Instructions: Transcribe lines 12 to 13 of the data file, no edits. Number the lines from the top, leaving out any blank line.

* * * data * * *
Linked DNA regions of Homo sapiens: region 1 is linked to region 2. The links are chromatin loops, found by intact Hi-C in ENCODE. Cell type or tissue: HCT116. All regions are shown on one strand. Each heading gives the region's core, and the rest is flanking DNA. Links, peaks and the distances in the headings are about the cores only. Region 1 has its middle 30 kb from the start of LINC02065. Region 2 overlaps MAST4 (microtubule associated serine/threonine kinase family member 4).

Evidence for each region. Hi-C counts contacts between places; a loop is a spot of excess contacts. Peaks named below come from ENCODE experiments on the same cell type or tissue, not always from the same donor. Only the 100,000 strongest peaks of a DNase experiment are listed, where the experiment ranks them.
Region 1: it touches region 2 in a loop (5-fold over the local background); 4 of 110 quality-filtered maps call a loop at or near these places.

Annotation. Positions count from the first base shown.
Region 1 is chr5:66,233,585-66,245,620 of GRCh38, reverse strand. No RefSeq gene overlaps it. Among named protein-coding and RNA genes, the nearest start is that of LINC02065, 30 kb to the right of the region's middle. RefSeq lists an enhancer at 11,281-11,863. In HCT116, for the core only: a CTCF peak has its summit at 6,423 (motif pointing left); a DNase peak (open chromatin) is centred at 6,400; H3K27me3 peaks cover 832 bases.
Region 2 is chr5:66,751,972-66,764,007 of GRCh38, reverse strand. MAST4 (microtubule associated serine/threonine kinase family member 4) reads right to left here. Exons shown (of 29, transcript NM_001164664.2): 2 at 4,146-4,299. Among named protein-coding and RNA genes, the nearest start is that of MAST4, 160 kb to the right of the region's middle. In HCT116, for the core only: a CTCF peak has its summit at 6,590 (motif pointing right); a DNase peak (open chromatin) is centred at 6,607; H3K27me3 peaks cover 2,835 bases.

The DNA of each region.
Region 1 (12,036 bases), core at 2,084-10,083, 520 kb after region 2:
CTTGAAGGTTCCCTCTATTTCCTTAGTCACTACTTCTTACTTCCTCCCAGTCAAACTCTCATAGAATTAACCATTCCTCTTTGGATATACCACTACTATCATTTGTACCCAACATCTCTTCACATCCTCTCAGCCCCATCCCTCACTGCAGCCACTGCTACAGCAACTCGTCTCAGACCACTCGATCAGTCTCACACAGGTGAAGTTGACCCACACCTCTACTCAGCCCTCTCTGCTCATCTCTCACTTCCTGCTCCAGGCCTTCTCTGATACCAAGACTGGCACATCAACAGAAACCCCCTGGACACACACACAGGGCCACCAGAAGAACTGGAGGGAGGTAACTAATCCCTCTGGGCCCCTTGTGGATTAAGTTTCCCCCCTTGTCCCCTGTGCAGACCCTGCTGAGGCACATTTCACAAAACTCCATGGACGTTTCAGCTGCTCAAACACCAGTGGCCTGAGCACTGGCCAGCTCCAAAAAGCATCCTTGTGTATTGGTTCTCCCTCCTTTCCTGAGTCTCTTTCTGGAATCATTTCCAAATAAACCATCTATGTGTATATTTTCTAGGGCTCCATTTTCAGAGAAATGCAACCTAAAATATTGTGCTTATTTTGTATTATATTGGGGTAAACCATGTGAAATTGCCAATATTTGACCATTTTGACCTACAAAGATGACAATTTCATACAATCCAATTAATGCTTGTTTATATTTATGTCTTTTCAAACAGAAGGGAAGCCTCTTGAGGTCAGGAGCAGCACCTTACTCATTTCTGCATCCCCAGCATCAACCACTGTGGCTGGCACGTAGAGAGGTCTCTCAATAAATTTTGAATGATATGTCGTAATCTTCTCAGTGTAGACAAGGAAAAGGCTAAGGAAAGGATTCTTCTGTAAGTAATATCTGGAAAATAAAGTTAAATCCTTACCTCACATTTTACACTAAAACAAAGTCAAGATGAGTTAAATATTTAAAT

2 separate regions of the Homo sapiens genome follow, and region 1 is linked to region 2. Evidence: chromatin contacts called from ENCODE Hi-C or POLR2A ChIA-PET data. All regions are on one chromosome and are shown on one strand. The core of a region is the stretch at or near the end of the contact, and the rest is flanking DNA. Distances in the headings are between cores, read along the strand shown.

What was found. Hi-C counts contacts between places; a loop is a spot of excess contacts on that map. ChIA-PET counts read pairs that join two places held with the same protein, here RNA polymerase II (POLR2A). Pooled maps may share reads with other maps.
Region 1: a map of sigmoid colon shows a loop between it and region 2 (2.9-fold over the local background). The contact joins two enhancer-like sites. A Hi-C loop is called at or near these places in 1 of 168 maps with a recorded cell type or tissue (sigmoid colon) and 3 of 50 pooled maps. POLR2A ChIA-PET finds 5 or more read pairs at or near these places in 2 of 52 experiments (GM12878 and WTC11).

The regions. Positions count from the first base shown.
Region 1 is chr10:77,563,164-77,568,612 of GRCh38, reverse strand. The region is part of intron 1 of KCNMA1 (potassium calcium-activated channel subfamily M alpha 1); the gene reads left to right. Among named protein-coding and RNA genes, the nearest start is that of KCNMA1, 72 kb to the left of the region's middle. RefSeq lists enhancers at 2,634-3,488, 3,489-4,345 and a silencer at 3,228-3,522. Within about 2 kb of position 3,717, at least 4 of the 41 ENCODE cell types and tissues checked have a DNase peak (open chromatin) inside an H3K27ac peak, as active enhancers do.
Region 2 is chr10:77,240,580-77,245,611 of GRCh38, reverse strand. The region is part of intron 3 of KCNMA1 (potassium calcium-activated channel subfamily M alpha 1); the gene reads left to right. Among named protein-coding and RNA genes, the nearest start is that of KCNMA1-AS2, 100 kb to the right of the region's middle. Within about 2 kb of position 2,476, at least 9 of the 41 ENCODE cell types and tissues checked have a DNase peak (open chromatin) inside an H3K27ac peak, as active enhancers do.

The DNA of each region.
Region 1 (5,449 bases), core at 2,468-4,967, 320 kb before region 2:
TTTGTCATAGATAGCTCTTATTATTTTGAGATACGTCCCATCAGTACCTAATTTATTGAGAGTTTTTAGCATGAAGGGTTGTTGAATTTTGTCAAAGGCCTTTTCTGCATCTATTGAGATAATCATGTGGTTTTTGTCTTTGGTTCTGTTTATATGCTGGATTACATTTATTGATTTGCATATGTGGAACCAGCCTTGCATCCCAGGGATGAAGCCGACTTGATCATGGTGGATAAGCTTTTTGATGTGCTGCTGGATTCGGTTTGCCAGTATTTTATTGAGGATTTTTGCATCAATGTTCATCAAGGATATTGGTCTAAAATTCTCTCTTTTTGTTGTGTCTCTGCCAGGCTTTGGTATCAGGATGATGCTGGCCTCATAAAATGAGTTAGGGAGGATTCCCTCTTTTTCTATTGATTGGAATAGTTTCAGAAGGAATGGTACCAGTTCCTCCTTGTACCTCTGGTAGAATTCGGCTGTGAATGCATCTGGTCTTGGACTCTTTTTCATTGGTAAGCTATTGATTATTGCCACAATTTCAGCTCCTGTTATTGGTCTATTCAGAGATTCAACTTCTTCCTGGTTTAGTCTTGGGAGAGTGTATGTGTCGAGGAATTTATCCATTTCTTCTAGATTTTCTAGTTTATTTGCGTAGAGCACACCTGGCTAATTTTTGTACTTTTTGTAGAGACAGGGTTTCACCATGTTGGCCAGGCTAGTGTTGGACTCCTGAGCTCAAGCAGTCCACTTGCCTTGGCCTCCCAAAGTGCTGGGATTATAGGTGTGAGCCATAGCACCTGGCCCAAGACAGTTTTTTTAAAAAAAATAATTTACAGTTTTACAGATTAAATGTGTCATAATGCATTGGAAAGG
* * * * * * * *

Region 1: a map of sigmoid colon shows a loop between it and region 2 (2.9-fold over the local background). The contact joins two enhancer-like sites. A Hi-C loop is called at or near these places in 1 of 168 maps with a recorded cell type or tissue (sigmoid colon) and 3 of 50 pooled maps. POLR2A ChIA-PET finds 5 or more read pairs at or near these places in 2 of 52 experiments (GM12878 and WTC11).

The regions. Positions count from the first base shown.